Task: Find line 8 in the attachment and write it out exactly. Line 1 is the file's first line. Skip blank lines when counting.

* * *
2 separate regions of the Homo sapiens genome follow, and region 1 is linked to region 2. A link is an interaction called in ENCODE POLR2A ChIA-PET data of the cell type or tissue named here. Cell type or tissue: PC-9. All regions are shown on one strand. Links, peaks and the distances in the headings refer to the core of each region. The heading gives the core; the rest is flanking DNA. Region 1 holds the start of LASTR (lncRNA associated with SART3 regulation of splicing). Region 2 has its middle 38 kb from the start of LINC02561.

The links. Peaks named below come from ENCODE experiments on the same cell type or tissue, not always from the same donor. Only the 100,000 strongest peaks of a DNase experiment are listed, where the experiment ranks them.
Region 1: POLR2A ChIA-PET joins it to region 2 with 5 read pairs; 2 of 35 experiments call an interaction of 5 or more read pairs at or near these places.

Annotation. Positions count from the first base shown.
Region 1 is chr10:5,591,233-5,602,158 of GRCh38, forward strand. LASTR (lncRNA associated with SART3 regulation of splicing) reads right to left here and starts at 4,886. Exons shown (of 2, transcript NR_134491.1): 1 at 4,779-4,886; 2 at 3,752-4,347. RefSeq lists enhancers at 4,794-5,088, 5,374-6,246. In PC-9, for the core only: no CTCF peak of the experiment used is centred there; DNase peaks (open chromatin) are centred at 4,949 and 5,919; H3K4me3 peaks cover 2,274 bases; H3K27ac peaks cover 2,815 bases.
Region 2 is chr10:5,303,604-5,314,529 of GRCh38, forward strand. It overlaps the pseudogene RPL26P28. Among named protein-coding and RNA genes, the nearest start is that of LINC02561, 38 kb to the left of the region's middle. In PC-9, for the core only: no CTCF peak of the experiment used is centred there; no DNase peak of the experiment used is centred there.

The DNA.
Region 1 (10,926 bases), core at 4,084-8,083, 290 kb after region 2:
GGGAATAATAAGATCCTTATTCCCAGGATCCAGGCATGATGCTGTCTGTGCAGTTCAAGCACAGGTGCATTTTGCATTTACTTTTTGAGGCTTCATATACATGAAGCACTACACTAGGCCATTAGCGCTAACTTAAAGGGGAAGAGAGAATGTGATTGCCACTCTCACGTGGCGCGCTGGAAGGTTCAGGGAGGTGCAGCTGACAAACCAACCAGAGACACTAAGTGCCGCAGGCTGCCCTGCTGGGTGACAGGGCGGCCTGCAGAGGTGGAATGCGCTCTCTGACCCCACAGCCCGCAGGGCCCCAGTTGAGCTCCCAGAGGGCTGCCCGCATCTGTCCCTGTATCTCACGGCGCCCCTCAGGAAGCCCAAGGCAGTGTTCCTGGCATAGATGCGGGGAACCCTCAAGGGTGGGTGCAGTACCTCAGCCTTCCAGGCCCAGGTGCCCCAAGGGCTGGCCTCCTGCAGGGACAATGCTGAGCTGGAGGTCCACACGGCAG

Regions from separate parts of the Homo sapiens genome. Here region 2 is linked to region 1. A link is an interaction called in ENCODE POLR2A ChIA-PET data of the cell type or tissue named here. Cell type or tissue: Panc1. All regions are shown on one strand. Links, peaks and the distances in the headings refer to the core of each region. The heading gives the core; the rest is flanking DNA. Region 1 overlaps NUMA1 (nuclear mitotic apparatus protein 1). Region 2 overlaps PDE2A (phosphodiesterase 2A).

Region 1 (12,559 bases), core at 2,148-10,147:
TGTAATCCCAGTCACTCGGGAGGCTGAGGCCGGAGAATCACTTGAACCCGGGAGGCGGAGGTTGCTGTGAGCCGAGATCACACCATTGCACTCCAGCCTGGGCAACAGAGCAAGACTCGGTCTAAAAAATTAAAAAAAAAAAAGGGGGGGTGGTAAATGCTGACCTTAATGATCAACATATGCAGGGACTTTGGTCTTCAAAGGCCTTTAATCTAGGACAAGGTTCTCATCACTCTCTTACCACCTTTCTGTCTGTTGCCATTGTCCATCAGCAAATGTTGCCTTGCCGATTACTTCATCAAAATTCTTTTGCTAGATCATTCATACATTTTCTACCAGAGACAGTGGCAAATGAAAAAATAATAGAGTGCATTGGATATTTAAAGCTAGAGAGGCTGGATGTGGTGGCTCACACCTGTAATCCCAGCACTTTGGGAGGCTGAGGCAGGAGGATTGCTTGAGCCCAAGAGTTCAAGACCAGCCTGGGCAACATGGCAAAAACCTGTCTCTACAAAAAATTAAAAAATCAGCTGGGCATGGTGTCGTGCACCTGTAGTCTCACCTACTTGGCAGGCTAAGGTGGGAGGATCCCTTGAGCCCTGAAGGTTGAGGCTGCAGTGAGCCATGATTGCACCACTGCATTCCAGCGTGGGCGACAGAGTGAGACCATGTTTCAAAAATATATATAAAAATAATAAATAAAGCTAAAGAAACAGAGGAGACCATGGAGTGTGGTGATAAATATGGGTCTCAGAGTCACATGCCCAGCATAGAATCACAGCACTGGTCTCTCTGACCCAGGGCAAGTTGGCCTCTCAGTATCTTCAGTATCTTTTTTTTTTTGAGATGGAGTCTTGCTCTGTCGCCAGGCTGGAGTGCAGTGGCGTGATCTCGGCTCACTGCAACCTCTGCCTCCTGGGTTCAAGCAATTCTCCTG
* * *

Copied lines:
Region 1 (10,926 bases), core at 4,084-8,083, 290 kb after region 2: